State Sen. Brad Hoylman, whose district includes Times Square, said the companies that created the characters needed to "step up to the plate" and use copyright laws to assist in thwarting the undesirable presence of copyrighted characters. "They can do something to enforce their copyright and I'm convinced that that should be another route we should be taking," he said.Unsurprisingly, the article mushes together copyright and trademark. But this wouldn't make a bad exam question. Assume the character costumes such as Spiderman were purchased from a licensed source. First sale kicks in, but the performers seek payment for posing in photos with people. Is there then a reproduction that they've induced? What about the unfixed public performance of being the character (or being out of character)?
As for trademark, I'm hard pressed to see likely confusion, but given how expansive the doctrine has become, you might not even need dilution, unless a court sees this as a Rogers v. Grimaldi-type situation where the "product" being sold is a performance. As for dilution, is performing for money commercial speech? First Amendment doctrine says no, but trademark cases routinely ignore First Amendment doctrine.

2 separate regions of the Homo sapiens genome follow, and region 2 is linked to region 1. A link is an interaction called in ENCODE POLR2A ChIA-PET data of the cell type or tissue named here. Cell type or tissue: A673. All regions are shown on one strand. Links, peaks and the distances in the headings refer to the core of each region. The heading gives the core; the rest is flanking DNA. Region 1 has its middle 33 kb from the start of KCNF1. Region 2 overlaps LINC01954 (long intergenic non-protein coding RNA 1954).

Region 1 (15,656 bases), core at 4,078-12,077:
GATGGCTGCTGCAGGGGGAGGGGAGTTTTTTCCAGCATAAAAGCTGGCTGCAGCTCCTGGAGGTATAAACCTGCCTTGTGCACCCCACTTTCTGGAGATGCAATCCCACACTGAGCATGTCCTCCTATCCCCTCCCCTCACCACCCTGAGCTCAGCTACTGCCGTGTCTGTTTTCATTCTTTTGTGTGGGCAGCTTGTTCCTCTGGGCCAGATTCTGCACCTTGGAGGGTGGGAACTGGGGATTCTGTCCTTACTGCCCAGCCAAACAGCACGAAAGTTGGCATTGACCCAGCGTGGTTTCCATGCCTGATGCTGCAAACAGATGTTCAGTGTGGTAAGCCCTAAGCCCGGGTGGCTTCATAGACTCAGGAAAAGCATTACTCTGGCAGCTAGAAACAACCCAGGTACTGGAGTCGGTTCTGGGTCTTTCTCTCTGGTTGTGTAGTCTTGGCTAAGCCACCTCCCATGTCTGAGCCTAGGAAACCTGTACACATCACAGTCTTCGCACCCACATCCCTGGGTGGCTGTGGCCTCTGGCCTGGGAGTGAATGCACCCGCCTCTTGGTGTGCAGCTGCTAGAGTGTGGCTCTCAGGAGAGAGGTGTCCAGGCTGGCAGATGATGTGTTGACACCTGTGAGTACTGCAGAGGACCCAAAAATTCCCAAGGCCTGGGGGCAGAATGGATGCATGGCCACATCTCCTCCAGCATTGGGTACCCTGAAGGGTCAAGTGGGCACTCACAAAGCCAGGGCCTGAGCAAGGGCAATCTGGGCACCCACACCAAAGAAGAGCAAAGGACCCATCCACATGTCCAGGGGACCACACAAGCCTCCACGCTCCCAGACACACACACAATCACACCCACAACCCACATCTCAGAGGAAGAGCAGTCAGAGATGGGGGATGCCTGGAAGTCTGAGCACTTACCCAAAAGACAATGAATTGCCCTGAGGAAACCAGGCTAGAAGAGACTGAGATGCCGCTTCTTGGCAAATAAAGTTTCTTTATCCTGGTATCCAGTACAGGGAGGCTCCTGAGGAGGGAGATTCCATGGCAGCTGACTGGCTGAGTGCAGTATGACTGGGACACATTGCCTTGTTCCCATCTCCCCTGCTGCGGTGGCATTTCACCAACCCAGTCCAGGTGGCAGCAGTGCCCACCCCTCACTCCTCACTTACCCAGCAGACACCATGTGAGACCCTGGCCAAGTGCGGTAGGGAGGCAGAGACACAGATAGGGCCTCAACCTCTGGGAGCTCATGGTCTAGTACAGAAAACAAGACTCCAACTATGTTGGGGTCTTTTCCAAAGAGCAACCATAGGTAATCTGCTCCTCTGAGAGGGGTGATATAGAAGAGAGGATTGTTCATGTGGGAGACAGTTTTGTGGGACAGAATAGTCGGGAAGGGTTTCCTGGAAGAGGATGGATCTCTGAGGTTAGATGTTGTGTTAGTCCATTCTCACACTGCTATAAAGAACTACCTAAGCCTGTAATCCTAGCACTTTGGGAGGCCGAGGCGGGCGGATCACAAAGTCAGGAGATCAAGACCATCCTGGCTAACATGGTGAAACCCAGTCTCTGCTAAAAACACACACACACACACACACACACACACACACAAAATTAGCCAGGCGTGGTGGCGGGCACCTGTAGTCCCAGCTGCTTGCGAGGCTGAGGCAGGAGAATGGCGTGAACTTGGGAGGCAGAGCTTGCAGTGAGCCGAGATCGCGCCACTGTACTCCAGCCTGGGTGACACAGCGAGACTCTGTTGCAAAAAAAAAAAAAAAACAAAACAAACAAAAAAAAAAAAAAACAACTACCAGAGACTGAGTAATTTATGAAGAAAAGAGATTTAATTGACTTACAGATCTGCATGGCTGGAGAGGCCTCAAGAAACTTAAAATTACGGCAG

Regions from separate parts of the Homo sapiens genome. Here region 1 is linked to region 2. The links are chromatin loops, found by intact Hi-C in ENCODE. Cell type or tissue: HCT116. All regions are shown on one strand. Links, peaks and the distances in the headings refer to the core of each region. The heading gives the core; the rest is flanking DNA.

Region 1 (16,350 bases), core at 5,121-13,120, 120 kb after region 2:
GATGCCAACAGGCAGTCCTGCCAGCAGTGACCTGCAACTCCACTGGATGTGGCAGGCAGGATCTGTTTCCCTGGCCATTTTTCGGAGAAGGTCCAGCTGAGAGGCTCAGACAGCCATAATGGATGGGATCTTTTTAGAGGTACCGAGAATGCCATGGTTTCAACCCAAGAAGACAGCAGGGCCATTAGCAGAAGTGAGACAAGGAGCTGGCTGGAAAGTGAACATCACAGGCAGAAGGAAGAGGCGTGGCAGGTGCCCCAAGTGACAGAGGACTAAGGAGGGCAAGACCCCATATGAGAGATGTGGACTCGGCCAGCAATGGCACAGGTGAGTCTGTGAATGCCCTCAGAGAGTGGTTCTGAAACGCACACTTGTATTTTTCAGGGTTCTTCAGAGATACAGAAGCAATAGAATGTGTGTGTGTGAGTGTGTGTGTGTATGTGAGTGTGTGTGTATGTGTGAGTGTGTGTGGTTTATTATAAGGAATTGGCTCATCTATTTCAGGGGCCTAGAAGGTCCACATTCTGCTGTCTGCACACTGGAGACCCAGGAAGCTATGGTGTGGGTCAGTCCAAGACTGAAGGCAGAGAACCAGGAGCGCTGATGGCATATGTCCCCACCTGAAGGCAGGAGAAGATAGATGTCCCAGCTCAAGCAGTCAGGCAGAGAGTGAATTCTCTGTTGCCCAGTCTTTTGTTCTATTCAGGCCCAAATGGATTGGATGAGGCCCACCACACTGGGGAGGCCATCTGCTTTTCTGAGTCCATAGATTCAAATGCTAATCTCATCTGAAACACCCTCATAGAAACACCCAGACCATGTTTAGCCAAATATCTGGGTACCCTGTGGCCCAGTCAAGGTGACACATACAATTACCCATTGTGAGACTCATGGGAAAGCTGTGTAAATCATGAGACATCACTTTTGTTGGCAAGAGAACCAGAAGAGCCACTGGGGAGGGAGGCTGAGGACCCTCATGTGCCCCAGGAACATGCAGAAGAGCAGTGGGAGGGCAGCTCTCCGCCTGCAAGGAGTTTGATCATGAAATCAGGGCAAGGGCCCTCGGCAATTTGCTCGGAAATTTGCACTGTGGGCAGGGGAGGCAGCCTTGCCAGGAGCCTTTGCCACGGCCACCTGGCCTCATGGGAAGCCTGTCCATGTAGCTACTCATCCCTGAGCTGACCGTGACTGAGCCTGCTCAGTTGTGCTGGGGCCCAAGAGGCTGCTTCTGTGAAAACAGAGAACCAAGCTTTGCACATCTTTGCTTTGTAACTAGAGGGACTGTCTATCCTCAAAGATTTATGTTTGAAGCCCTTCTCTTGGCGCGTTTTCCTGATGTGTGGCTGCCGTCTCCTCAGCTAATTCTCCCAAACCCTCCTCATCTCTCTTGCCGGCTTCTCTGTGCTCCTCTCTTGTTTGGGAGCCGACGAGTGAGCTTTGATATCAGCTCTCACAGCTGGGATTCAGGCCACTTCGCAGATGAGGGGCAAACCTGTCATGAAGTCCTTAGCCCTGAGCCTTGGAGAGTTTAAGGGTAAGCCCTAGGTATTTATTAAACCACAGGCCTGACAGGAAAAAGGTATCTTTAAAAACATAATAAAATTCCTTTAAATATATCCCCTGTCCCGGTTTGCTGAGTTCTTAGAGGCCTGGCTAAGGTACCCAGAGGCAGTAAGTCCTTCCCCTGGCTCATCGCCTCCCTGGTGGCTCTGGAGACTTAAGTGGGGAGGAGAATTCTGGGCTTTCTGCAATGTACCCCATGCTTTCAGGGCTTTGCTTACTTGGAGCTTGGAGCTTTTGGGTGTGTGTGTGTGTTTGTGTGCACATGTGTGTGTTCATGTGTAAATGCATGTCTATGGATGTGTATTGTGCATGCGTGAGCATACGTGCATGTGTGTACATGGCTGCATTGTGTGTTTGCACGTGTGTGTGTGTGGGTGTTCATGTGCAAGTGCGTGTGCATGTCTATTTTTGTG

However, this is all a (literal?) sideshow: the problem that the article discusses is that there are too many people asking for money in Times Square (in the view of other people whose livelihood is earned in other ways, some of them competing). The costumes are neither necessary nor sufficient to cause this problem, as the article notes when discussing "other peddlers" and referring to the problematic people as "panhandlers." The real trick would be to explain why that has anything to do with the policies justifying copyright and trademark law. I'm not in favor of using intellectual property laws to solve non-IP problems, however much fun it is to discuss the theoretical underpinnings of such claims.